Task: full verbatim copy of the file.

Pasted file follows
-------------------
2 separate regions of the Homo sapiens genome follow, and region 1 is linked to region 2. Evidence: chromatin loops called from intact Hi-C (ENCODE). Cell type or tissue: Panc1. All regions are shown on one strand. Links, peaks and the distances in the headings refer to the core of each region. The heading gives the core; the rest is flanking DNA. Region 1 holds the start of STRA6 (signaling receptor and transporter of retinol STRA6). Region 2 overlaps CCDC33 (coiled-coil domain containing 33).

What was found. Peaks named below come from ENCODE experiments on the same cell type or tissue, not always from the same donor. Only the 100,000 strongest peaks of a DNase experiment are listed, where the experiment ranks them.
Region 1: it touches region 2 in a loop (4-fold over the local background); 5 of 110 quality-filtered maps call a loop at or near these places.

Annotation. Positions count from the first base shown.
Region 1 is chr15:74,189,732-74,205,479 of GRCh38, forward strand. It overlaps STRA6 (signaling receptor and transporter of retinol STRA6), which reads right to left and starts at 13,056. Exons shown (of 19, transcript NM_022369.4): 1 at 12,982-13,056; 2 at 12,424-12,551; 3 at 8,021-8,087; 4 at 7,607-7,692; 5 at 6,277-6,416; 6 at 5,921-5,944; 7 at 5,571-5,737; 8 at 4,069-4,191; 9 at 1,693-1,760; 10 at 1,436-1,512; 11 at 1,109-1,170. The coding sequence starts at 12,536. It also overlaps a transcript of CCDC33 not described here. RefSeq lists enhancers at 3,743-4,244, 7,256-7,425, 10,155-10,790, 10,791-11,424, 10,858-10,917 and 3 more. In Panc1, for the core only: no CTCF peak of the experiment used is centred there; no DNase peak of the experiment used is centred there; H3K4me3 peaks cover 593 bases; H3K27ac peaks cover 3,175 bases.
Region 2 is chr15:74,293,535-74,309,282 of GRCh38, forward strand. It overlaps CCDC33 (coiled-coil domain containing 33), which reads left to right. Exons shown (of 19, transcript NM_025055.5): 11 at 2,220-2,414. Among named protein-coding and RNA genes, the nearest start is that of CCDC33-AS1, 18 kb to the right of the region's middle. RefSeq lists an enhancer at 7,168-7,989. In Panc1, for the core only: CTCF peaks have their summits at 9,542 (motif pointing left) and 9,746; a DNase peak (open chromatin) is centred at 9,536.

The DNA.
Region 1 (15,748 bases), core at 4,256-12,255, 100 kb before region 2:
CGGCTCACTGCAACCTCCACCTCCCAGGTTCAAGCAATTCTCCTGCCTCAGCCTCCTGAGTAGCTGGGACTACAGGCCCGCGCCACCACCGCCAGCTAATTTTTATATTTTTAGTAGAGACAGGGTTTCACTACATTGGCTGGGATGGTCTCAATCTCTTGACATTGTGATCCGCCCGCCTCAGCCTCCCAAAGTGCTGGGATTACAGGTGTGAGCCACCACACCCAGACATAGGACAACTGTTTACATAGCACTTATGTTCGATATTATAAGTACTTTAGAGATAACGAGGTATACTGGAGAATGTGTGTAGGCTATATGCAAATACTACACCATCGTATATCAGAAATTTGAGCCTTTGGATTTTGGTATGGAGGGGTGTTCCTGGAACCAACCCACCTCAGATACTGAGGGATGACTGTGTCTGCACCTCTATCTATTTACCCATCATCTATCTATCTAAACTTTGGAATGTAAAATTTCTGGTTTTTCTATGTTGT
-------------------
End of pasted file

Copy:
2 separate regions of the Homo sapiens genome follow, and region 1 is linked to region 2. Evidence: chromatin loops called from intact Hi-C (ENCODE). Cell type or tissue: Panc1. All regions are shown on one strand. Links, peaks and the distances in the headings refer to the core of each region. The heading gives the core; the rest is flanking DNA. Region 1 holds the start of STRA6 (signaling receptor and transporter of retinol STRA6). Region 2 overlaps CCDC33 (coiled-coil domain containing 33).

What was found. Peaks named below come from ENCODE experiments on the same cell type or tissue, not always from the same donor. Only the 100,000 strongest peaks of a DNase experiment are listed, where the experiment ranks them.
Region 1: it touches region 2 in a loop (4-fold over the local background); 5 of 110 quality-filtered maps call a loop at or near these places.

Annotation. Positions count from the first base shown.
Region 1 is chr15:74,189,732-74,205,479 of GRCh38, forward strand. It overlaps STRA6 (signaling receptor and transporter of retinol STRA6), which reads right to left and starts at 13,056. Exons shown (of 19, transcript NM_022369.4): 1 at 12,982-13,056; 2 at 12,424-12,551; 3 at 8,021-8,087; 4 at 7,607-7,692; 5 at 6,277-6,416; 6 at 5,921-5,944; 7 at 5,571-5,737; 8 at 4,069-4,191; 9 at 1,693-1,760; 10 at 1,436-1,512; 11 at 1,109-1,170. The coding sequence starts at 12,536. It also overlaps a transcript of CCDC33 not described here. RefSeq lists enhancers at 3,743-4,244, 7,256-7,425, 10,155-10,790, 10,791-11,424, 10,858-10,917 and 3 more. In Panc1, for the core only: no CTCF peak of the experiment used is centred there; no DNase peak of the experiment used is centred there; H3K4me3 peaks cover 593 bases; H3K27ac peaks cover 3,175 bases.
Region 2 is chr15:74,293,535-74,309,282 of GRCh38, forward strand. It overlaps CCDC33 (coiled-coil domain containing 33), which reads left to right. Exons shown (of 19, transcript NM_025055.5): 11 at 2,220-2,414. Among named protein-coding and RNA genes, the nearest start is that of CCDC33-AS1, 18 kb to the right of the region's middle. RefSeq lists an enhancer at 7,168-7,989. In Panc1, for the core only: CTCF peaks have their summits at 9,542 (motif pointing left) and 9,746; a DNase peak (open chromatin) is centred at 9,536.

The DNA.
Region 1 (15,748 bases), core at 4,256-12,255, 100 kb before region 2:
CGGCTCACTGCAACCTCCACCTCCCAGGTTCAAGCAATTCTCCTGCCTCAGCCTCCTGAGTAGCTGGGACTACAGGCCCGCGCCACCACCGCCAGCTAATTTTTATATTTTTAGTAGAGACAGGGTTTCACTACATTGGCTGGGATGGTCTCAATCTCTTGACATTGTGATCCGCCCGCCTCAGCCTCCCAAAGTGCTGGGATTACAGGTGTGAGCCACCACACCCAGACATAGGACAACTGTTTACATAGCACTTATGTTCGATATTATAAGTACTTTAGAGATAACGAGGTATACTGGAGAATGTGTGTAGGCTATATGCAAATACTACACCATCGTATATCAGAAATTTGAGCCTTTGGATTTTGGTATGGAGGGGTGTTCCTGGAACCAACCCACCTCAGATACTGAGGGATGACTGTGTCTGCACCTCTATCTATTTACCCATCATCTATCTATCTAAACTTTGGAATGTAAAATTTCTGGTTTTTCTATGTTGT